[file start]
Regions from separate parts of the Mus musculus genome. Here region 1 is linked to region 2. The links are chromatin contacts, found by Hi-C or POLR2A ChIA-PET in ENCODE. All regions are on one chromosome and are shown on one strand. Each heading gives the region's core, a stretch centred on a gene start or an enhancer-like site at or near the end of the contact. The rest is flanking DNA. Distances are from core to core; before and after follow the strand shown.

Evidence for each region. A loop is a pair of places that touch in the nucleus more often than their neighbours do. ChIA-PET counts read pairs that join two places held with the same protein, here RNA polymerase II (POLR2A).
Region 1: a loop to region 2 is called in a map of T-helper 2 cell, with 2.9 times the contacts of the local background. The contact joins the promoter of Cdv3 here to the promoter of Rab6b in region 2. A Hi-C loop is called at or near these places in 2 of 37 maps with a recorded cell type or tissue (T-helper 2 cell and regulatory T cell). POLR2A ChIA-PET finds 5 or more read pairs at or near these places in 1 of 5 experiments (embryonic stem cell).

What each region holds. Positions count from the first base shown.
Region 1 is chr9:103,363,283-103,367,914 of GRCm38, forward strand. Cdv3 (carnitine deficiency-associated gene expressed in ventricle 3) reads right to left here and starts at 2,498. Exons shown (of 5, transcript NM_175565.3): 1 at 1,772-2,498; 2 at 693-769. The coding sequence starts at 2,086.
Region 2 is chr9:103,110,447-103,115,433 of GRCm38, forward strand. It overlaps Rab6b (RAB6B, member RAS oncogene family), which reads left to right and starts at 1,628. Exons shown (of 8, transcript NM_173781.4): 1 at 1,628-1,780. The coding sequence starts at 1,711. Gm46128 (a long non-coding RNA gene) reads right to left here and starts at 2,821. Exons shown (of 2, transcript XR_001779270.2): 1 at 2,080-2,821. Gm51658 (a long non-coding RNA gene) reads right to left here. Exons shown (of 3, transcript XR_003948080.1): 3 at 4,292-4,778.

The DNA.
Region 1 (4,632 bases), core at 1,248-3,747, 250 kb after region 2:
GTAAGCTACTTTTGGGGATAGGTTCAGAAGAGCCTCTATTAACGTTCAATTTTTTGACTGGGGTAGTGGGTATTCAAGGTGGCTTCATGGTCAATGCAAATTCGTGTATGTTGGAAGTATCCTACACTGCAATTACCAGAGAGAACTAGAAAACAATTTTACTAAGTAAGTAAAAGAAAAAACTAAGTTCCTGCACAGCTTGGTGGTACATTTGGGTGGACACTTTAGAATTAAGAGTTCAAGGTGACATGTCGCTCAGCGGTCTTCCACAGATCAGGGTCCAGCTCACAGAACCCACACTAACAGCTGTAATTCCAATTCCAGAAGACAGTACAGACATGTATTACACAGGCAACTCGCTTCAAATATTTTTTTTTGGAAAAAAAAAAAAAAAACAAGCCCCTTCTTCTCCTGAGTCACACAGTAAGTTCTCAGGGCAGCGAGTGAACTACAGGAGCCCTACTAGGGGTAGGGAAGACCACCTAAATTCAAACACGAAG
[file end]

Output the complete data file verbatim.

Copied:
Regions from separate parts of the Mus musculus genome. Here region 1 is linked to region 2. The links are chromatin contacts, found by Hi-C or POLR2A ChIA-PET in ENCODE. All regions are on one chromosome and are shown on one strand. Each heading gives the region's core, a stretch centred on a gene start or an enhancer-like site at or near the end of the contact. The rest is flanking DNA. Distances are from core to core; before and after follow the strand shown.

Evidence for each region. A loop is a pair of places that touch in the nucleus more often than their neighbours do. ChIA-PET counts read pairs that join two places held with the same protein, here RNA polymerase II (POLR2A).
Region 1: a loop to region 2 is called in a map of T-helper 2 cell, with 2.9 times the contacts of the local background. The contact joins the promoter of Cdv3 here to the promoter of Rab6b in region 2. A Hi-C loop is called at or near these places in 2 of 37 maps with a recorded cell type or tissue (T-helper 2 cell and regulatory T cell). POLR2A ChIA-PET finds 5 or more read pairs at or near these places in 1 of 5 experiments (embryonic stem cell).

What each region holds. Positions count from the first base shown.
Region 1 is chr9:103,363,283-103,367,914 of GRCm38, forward strand. Cdv3 (carnitine deficiency-associated gene expressed in ventricle 3) reads right to left here and starts at 2,498. Exons shown (of 5, transcript NM_175565.3): 1 at 1,772-2,498; 2 at 693-769. The coding sequence starts at 2,086.
Region 2 is chr9:103,110,447-103,115,433 of GRCm38, forward strand. It overlaps Rab6b (RAB6B, member RAS oncogene family), which reads left to right and starts at 1,628. Exons shown (of 8, transcript NM_173781.4): 1 at 1,628-1,780. The coding sequence starts at 1,711. Gm46128 (a long non-coding RNA gene) reads right to left here and starts at 2,821. Exons shown (of 2, transcript XR_001779270.2): 1 at 2,080-2,821. Gm51658 (a long non-coding RNA gene) reads right to left here. Exons shown (of 3, transcript XR_003948080.1): 3 at 4,292-4,778.

The DNA.
Region 1 (4,632 bases), core at 1,248-3,747, 250 kb after region 2:
GTAAGCTACTTTTGGGGATAGGTTCAGAAGAGCCTCTATTAACGTTCAATTTTTTGACTGGGGTAGTGGGTATTCAAGGTGGCTTCATGGTCAATGCAAATTCGTGTATGTTGGAAGTATCCTACACTGCAATTACCAGAGAGAACTAGAAAACAATTTTACTAAGTAAGTAAAAGAAAAAACTAAGTTCCTGCACAGCTTGGTGGTACATTTGGGTGGACACTTTAGAATTAAGAGTTCAAGGTGACATGTCGCTCAGCGGTCTTCCACAGATCAGGGTCCAGCTCACAGAACCCACACTAACAGCTGTAATTCCAATTCCAGAAGACAGTACAGACATGTATTACACAGGCAACTCGCTTCAAATATTTTTTTTTGGAAAAAAAAAAAAAAAACAAGCCCCTTCTTCTCCTGAGTCACACAGTAAGTTCTCAGGGCAGCGAGTGAACTACAGGAGCCCTACTAGGGGTAGGGAAGACCACCTAAATTCAAACACGAAG